Tag Archives: beginning writers

Reading and five minute video

Hot Summer Nights 7-2016

August 26th, I took part in “Hot Summer Nights”–Tuesdays in July when four members of Redwood Writers, the largest branch of the California Writers Club, read from recently their published books at Copperfield’s Book Store in Montgomery Village, Santa Rosa, CA. This is the fourth year Copperfield’s has partnered with us on this event.

Here’s a five minute clip my friend Beth filmed: https://youtu.be/auw1c9uoiJY




Filed under business of writing, e-books, publishing, writing process

can we trust memory?

Memory is, by its very nature, flawed. Our brains take snapshots of events, and encode, along with the picture, smells, sounds, textures, and sometimes dialogue. But the whole scene is not captured; only the parts that impacted us. Memory is piecemeal.

Nonetheless, when we undertake writing a memoir—a chunk of our history—we are stuck with memory as our main source material, and if we’re lucky, journals we might have kept. It is my belief that if we have worked hard not to judge others, and to honestly assess the role we played in those events, we can use those memories to help reconstruct the story.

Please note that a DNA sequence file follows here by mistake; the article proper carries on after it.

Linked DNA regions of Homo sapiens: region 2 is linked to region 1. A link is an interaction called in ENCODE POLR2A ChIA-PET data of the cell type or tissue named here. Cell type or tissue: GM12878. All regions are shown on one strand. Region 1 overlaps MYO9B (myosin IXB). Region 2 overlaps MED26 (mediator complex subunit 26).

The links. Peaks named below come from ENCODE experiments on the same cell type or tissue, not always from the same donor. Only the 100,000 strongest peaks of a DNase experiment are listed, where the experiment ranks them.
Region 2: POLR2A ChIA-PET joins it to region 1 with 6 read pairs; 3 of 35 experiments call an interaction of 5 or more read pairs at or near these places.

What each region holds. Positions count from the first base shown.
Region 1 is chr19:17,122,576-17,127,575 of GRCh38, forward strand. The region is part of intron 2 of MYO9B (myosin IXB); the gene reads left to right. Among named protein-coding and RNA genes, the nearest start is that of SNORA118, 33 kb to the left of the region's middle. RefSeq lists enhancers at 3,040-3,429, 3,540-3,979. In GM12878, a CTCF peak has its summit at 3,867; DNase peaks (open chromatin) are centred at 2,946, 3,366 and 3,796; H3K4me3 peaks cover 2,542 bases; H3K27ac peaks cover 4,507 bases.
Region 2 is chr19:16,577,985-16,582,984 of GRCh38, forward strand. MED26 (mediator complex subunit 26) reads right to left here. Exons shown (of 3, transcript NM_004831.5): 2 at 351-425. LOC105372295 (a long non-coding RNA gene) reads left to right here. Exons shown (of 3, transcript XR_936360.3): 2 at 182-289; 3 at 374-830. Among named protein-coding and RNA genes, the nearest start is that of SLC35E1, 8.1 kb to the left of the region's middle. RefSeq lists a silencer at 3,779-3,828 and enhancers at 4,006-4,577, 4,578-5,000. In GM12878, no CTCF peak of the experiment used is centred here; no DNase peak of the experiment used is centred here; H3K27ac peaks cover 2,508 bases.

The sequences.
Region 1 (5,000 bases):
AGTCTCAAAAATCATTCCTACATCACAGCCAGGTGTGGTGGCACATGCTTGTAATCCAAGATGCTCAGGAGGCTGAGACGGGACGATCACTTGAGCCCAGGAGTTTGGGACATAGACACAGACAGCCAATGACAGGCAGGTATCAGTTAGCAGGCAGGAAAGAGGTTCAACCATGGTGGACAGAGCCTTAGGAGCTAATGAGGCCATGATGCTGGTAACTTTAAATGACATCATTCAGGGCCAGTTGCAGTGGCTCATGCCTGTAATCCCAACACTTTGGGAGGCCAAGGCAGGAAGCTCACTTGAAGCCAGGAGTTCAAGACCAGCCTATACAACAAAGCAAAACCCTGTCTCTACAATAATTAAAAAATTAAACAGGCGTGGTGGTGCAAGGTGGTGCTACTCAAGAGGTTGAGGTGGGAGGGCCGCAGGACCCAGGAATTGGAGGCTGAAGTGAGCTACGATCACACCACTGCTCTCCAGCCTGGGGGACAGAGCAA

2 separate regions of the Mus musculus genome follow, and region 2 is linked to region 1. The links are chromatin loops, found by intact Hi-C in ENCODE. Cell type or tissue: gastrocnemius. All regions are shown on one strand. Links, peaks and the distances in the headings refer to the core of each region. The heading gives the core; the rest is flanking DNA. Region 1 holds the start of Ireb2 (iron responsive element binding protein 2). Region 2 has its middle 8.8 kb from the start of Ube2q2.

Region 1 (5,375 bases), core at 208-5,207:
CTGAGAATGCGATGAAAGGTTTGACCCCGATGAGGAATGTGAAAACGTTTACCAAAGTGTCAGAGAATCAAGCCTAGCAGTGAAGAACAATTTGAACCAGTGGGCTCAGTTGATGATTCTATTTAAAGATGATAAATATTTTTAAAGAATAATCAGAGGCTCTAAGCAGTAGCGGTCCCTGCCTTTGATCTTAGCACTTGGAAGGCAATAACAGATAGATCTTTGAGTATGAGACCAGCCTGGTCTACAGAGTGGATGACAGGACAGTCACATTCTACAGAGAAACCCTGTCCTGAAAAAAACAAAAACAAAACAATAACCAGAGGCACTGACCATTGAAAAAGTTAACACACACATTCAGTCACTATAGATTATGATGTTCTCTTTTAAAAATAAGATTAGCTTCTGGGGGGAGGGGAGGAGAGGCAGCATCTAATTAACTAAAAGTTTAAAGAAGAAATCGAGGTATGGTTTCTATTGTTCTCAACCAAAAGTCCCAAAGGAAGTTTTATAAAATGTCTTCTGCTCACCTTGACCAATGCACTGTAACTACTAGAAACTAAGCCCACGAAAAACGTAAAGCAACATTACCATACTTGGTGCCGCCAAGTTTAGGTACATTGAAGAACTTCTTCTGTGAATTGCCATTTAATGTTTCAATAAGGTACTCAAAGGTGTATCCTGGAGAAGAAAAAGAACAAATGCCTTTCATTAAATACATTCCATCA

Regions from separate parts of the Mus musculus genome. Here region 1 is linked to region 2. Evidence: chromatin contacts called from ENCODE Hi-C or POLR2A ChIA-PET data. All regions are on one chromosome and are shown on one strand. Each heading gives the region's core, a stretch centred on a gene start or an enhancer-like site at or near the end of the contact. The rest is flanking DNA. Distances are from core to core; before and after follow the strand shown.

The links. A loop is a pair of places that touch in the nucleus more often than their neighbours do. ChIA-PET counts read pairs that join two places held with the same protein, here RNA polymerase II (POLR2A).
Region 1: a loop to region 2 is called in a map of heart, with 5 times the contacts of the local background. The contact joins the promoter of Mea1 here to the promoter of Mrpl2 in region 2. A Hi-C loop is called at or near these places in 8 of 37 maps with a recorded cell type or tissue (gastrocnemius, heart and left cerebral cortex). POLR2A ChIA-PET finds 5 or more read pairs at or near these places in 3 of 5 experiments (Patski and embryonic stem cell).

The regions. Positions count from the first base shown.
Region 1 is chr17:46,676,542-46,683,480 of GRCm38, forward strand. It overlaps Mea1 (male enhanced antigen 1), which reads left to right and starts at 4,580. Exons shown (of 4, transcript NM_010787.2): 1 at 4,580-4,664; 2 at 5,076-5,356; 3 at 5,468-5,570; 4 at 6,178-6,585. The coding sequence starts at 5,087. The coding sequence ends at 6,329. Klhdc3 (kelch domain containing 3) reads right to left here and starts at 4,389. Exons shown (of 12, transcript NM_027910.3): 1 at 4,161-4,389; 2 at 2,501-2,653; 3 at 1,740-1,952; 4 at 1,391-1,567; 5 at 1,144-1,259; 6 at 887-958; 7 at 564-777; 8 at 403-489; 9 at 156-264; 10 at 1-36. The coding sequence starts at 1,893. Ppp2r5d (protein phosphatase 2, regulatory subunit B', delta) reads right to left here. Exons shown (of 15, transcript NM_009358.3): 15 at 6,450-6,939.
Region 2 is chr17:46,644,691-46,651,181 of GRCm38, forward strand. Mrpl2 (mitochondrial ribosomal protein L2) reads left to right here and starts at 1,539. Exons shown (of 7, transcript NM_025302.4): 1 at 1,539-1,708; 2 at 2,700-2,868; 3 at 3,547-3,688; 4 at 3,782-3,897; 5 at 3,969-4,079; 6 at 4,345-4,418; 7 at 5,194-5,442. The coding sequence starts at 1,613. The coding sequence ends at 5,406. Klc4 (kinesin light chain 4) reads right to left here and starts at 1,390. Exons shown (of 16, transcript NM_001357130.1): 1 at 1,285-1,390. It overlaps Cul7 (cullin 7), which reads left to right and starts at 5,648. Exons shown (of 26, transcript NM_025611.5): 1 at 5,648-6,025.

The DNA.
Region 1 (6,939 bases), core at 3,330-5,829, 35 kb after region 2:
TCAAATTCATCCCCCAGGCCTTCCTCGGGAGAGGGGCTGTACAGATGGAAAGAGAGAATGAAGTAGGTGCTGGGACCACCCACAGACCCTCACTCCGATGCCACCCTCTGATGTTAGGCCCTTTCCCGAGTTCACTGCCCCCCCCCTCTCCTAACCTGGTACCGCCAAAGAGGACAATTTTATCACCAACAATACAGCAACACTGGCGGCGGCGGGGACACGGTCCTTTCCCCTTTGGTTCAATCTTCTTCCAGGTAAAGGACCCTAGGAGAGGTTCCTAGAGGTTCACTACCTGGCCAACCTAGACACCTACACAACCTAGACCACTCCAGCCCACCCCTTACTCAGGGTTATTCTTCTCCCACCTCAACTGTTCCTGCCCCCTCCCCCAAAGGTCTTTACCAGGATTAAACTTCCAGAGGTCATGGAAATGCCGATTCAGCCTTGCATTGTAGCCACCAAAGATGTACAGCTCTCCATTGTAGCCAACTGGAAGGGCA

A big section of my memoir took place over thirty years ago. When faced with writing dialogue, I relied on my feeling sense of the encounters. Occasionally I remembered actual sentences people said, because they struck me so strongly. But most the time, I recreated it. Many people who are in the memoir have now read my account. No one, including the doctors who played a powerful role in our lives, has complained about the conversations I reconstructed in the memoir.

Of course, I also did research, and talked to people who were in my life back then. They were less helpful than I expected. These were not vivid memories that they had stored, because the situation hadn’t impacted them the way it had me.

So as long as you are not out to blame anyone, including yourself, and have developed an honest curiosity—even in situations where you felt victimized—I suggest trusting yourself, and writing what you recall on the page.

© Skye Blaine, 2016

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Filed under memoir, writing, writing craft

adding detail with the senses

Simply put, sense impressions describe a person, place, or thing. They can also clarify a psychological or physical state. They may make use of metaphor or simile.